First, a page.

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Nancy McClenny, MPA, CLS/MT

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1 Microscopic Observation and Culture of Aspergillus species: The Traditional Way
Nancy McClenny, MPA, CLS/MT Associate Program Director, CLS Internship Program, San Francisco State University San Francisco, CA Note to Nancy: Culture, n. The growing of microbes in a nutrient medium. V, to cultivate. To develop microbes in a cultue medium. Such a growth or colony Why was I invited to the party? Bench technologist and mycology specialist for lots of years…roughly the same vintage of Mike Rinaldi. In other words, I was one the professionals who made sure that the lab reports you receive were accurate and timely. Basically I’d like to give a brief overview of what happens now in the lab and hopefully address misconceptions you might have about the limitations of phenotypic methods as they relate to Aspergillus. Assuming that “experience leads to expertise” (get source from Steinbach, et al), I am an expert in recognizing and identifying moulds in a clinical environment.

2 What’s the Role of the Clinical Laboratory?
Who is a Clinical Laboratory Scientist (CLS)? Are microscopy and culture still the methods of choice for fungi? Who will do the work? Discuss data from the ASM Benchmarking Survey re 89% of reporting labs use culture, 16% use serology and 5% use molecular (probably genprobes for dimorphic fungi….note that Genprobe is the only FDA (CLIA) approved molecular test that the CDC offers per Mary Brandt. The phenotypic methods for detecting and identifying Aspergillus and similar moulds have changed little since the days of Sabourauds. Now, given the value of rapid diagnosis to patient survival, the emphasis is on: how to do it more quickly and how to get the message to the physician efficiently. Despite the exciting and indeed wonderful advances in molecular diagnostics, the CLS in the microbiology laboratory of most, if not all, hospitals detects Aspergillus phenotypically, not with automated amplication systems, and identifies them phenotypically, not by gene sequencing. However obvious this fact might be, it is important to realize that the clinical laboratory has a much different agenda than does the research laboratory. For physicians, therefore, it is important to understand the basic lab techniques used, how the techniques might be enhanced to speed diagnosis, and how physicians are to interpret results. When the organizers encouraged NEW information, I was a bit flummoxed. What’s new with phenotypic methods? Well, a LOT…not all of which is positive…but we’ll get to that later.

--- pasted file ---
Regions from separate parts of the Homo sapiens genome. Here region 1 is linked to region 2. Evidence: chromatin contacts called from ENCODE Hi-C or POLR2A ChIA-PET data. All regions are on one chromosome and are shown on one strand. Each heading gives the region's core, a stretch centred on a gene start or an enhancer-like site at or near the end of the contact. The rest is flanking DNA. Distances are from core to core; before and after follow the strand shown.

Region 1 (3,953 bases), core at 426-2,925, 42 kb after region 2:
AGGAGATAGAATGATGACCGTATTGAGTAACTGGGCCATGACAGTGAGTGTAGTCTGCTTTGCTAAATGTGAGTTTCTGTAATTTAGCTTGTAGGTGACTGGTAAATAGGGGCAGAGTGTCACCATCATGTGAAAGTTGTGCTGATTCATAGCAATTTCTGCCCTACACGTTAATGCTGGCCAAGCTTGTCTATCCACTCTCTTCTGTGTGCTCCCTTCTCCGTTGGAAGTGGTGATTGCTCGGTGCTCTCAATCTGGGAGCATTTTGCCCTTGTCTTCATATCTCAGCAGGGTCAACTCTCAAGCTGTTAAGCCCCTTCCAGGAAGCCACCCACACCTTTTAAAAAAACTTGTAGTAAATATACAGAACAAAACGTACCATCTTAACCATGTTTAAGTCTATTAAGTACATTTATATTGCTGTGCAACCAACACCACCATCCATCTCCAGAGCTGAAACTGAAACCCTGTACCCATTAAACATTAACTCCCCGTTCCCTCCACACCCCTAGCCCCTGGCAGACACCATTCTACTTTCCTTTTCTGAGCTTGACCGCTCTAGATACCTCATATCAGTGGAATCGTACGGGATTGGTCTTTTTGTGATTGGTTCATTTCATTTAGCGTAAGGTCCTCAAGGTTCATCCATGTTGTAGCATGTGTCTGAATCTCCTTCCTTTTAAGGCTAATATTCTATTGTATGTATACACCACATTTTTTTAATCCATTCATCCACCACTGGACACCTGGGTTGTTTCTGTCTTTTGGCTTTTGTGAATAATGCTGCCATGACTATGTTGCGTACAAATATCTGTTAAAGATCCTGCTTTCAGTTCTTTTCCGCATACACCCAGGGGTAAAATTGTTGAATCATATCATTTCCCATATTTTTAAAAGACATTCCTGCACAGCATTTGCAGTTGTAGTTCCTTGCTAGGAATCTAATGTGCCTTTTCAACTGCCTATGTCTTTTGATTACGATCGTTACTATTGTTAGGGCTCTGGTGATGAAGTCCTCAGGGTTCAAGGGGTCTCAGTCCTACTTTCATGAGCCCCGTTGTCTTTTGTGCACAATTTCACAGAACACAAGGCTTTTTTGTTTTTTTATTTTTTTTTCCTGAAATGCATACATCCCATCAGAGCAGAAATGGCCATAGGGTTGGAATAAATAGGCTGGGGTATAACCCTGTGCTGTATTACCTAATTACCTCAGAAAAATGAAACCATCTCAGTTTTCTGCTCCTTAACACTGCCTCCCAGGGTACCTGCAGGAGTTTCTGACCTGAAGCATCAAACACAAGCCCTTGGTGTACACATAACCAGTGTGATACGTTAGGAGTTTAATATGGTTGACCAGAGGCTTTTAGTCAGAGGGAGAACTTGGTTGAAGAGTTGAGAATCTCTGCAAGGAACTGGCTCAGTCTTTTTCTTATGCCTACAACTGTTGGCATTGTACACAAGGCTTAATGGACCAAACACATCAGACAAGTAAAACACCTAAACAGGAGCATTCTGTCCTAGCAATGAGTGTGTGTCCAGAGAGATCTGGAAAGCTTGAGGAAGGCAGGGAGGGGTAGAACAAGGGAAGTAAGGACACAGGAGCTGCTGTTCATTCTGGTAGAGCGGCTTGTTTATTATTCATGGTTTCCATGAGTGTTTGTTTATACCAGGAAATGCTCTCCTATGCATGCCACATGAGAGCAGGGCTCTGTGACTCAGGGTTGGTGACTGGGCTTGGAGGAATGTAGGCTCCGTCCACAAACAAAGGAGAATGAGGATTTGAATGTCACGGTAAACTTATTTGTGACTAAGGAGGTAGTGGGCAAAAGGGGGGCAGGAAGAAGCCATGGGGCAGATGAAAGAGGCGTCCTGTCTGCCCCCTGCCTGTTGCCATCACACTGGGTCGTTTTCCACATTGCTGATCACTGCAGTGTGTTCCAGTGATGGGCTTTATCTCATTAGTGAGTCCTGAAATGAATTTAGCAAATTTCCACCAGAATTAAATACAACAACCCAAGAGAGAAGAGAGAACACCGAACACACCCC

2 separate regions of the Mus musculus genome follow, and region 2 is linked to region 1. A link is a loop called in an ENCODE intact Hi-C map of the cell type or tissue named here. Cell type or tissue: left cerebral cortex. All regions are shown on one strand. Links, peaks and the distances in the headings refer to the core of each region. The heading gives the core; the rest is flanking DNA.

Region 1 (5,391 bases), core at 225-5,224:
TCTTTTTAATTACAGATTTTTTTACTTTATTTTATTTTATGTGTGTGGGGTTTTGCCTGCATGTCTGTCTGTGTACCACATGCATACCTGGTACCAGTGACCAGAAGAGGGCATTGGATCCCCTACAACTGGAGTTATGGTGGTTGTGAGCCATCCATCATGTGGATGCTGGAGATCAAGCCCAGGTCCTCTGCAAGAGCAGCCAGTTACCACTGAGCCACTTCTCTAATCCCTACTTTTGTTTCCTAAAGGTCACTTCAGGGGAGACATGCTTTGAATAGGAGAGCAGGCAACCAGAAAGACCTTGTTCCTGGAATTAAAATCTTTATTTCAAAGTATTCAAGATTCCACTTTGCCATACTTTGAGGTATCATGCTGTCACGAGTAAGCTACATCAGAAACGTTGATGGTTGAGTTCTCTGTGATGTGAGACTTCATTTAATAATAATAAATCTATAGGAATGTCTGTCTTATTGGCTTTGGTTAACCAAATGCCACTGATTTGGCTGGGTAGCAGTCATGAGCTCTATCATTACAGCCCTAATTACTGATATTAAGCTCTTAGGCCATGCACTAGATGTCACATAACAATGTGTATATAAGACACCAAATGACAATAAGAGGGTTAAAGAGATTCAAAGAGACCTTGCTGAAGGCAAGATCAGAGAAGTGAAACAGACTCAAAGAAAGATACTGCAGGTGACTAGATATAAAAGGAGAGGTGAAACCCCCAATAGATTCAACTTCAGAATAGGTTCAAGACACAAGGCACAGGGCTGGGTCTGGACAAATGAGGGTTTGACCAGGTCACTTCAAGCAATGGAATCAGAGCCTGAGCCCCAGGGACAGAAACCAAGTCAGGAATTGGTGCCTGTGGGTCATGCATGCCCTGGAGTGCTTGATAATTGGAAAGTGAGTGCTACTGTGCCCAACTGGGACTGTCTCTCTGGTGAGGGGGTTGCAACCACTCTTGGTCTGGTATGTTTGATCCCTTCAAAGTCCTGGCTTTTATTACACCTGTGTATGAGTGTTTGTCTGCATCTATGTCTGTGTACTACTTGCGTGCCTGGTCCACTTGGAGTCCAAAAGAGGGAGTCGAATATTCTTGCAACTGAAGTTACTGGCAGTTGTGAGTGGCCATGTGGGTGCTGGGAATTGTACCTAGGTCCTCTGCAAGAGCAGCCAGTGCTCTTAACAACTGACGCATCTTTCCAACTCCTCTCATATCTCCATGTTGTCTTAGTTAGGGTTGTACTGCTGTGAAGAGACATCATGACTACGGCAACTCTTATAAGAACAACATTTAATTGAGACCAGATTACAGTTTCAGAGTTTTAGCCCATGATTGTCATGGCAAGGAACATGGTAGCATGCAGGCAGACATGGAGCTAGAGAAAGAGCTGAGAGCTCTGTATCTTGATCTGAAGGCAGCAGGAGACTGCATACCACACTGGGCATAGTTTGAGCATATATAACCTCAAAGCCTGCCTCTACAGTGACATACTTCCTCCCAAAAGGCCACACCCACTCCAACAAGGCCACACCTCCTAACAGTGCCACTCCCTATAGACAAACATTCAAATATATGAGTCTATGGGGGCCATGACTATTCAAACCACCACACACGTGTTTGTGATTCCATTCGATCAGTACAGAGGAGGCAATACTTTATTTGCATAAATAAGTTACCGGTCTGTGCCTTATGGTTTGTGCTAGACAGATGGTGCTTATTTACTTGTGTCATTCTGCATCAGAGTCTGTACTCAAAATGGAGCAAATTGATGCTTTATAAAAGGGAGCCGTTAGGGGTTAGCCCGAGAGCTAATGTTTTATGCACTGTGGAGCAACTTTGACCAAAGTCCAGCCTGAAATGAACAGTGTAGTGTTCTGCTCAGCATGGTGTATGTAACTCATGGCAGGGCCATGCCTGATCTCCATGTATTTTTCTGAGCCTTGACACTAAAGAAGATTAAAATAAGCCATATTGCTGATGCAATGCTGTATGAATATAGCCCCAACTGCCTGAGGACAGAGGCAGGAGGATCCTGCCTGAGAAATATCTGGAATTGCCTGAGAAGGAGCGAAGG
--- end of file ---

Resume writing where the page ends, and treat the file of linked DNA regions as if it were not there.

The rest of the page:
3 Diagnostic Specimen for Fungus
Pathology Clinical Laboratory Fungal stains Immunodiagnostics Gram stain Wet mount (KOH) Culture Serology The Traditional route

4 M I C R O S C O P Y

5 What fungus is shown in this Gram stain?
Hyphae septate, 45° branching Septum cmazzanti, CMVL,Stanford What fungus is shown in this Gram stain?

6 Microscopy in the Clinical Lab: The Critical Tools
Fluorescent dye with KOH Blankophor Calcofluor Uvitex 2B Calibrated micrometer Expert readers! Dissecting microscope for detection of conidial heads, cleistothecia in slow-growing, unusual strains. If hyphae are seen on gram stain, oil can be removed, and the slide stained with Blankophor. Ruchel suggests maceration of tissue with the KOH/Blankophor and heating and 1-30 mins will usually do it. Specimens can be centrifuged to concentrate the hyphal elements. Ruchel discussed a case in which immunofluorescence was performed using asperillus antibodies, then Blankophor was added and ANOther mold fluoresced. Further testing showed that the other mold was a zygomycete. Uvitex 2B is being used to diagnosis microsporidium and Isospora. It appears to yield the most intense fluorescence and stains red cells, etc. less well than does Calcofluor. There are other stains, too, in the lit….

7 How do we know it’s Aspergillus?
Stipe Accessory conidia Stanford Medical Center Wiley Schell, Duke Univ. A. niger A. terreus

8 How do we know it’s NOT Aspergillus?
Annelloconidia Phialoconidium Phialide Others include acremonium, paecilomyces, and many others. Emphasize the importance of culture to confirm and rule out a mixed infection. Wiley Schell, Duke Univ. Stanford Medical Center Scedosporium apiospermum Fusarium species

9 How do we know it’s NOT Aspergillus?
Dematiaceous hyphae This is brain tissue…female, very complicated course. Mention the pathologists and their input first…. Aspergillus spp Hyphae 2.5-8µ wide. Acute angle branching Hyphal tips branch into two parts of equal lengths. Hyphae arranged in a tree- or fan-like pattern. Chandler, Color Atlas…. 1980 Larone. Med. Imp. Fungi, 4th ed., 2002. Schell. Oto. Clin. No. Amer., 33, April, 2000. Methenamine Silver KOH Stanford Medical Center Stanford Medical Center Dactylaria gallopava